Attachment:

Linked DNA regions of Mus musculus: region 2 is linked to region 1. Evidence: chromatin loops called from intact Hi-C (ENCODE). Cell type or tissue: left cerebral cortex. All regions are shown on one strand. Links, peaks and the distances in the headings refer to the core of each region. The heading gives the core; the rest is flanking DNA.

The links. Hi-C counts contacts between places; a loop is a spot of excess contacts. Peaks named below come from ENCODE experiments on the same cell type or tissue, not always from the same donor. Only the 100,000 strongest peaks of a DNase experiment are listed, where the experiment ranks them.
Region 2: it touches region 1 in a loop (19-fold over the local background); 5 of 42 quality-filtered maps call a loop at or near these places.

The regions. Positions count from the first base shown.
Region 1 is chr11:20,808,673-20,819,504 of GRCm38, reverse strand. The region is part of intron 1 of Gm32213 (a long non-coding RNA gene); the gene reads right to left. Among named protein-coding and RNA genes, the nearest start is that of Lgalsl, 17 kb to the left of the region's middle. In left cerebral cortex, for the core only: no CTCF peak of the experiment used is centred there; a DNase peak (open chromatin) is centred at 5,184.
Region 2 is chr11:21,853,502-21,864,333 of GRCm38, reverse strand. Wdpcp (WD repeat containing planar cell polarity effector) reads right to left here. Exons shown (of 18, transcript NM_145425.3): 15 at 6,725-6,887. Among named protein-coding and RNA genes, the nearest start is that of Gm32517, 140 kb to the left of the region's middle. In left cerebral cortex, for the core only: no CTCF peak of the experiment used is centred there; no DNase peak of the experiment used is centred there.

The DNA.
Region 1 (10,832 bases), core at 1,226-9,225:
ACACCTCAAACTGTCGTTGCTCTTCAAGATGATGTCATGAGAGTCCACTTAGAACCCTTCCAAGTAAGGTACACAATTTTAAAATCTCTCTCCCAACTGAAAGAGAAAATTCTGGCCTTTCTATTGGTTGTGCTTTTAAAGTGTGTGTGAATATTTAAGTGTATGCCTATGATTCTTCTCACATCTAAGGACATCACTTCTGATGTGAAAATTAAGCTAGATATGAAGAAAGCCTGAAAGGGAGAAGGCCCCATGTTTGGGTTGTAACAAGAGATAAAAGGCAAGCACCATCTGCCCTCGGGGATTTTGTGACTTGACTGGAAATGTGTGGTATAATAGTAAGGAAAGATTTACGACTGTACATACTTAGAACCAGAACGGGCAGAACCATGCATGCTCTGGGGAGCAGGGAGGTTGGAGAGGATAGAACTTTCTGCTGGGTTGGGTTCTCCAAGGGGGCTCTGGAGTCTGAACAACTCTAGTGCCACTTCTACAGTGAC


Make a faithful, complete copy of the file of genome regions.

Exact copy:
Linked DNA regions of Mus musculus: region 2 is linked to region 1. Evidence: chromatin loops called from intact Hi-C (ENCODE). Cell type or tissue: left cerebral cortex. All regions are shown on one strand. Links, peaks and the distances in the headings refer to the core of each region. The heading gives the core; the rest is flanking DNA.

The links. Hi-C counts contacts between places; a loop is a spot of excess contacts. Peaks named below come from ENCODE experiments on the same cell type or tissue, not always from the same donor. Only the 100,000 strongest peaks of a DNase experiment are listed, where the experiment ranks them.
Region 2: it touches region 1 in a loop (19-fold over the local background); 5 of 42 quality-filtered maps call a loop at or near these places.

The regions. Positions count from the first base shown.
Region 1 is chr11:20,808,673-20,819,504 of GRCm38, reverse strand. The region is part of intron 1 of Gm32213 (a long non-coding RNA gene); the gene reads right to left. Among named protein-coding and RNA genes, the nearest start is that of Lgalsl, 17 kb to the left of the region's middle. In left cerebral cortex, for the core only: no CTCF peak of the experiment used is centred there; a DNase peak (open chromatin) is centred at 5,184.
Region 2 is chr11:21,853,502-21,864,333 of GRCm38, reverse strand. Wdpcp (WD repeat containing planar cell polarity effector) reads right to left here. Exons shown (of 18, transcript NM_145425.3): 15 at 6,725-6,887. Among named protein-coding and RNA genes, the nearest start is that of Gm32517, 140 kb to the left of the region's middle. In left cerebral cortex, for the core only: no CTCF peak of the experiment used is centred there; no DNase peak of the experiment used is centred there.

The DNA.
Region 1 (10,832 bases), core at 1,226-9,225:
ACACCTCAAACTGTCGTTGCTCTTCAAGATGATGTCATGAGAGTCCACTTAGAACCCTTCCAAGTAAGGTACACAATTTTAAAATCTCTCTCCCAACTGAAAGAGAAAATTCTGGCCTTTCTATTGGTTGTGCTTTTAAAGTGTGTGTGAATATTTAAGTGTATGCCTATGATTCTTCTCACATCTAAGGACATCACTTCTGATGTGAAAATTAAGCTAGATATGAAGAAAGCCTGAAAGGGAGAAGGCCCCATGTTTGGGTTGTAACAAGAGATAAAAGGCAAGCACCATCTGCCCTCGGGGATTTTGTGACTTGACTGGAAATGTGTGGTATAATAGTAAGGAAAGATTTACGACTGTACATACTTAGAACCAGAACGGGCAGAACCATGCATGCTCTGGGGAGCAGGGAGGTTGGAGAGGATAGAACTTTCTGCTGGGTTGGGTTCTCCAAGGGGGCTCTGGAGTCTGAACAACTCTAGTGCCACTTCTACAGTGAC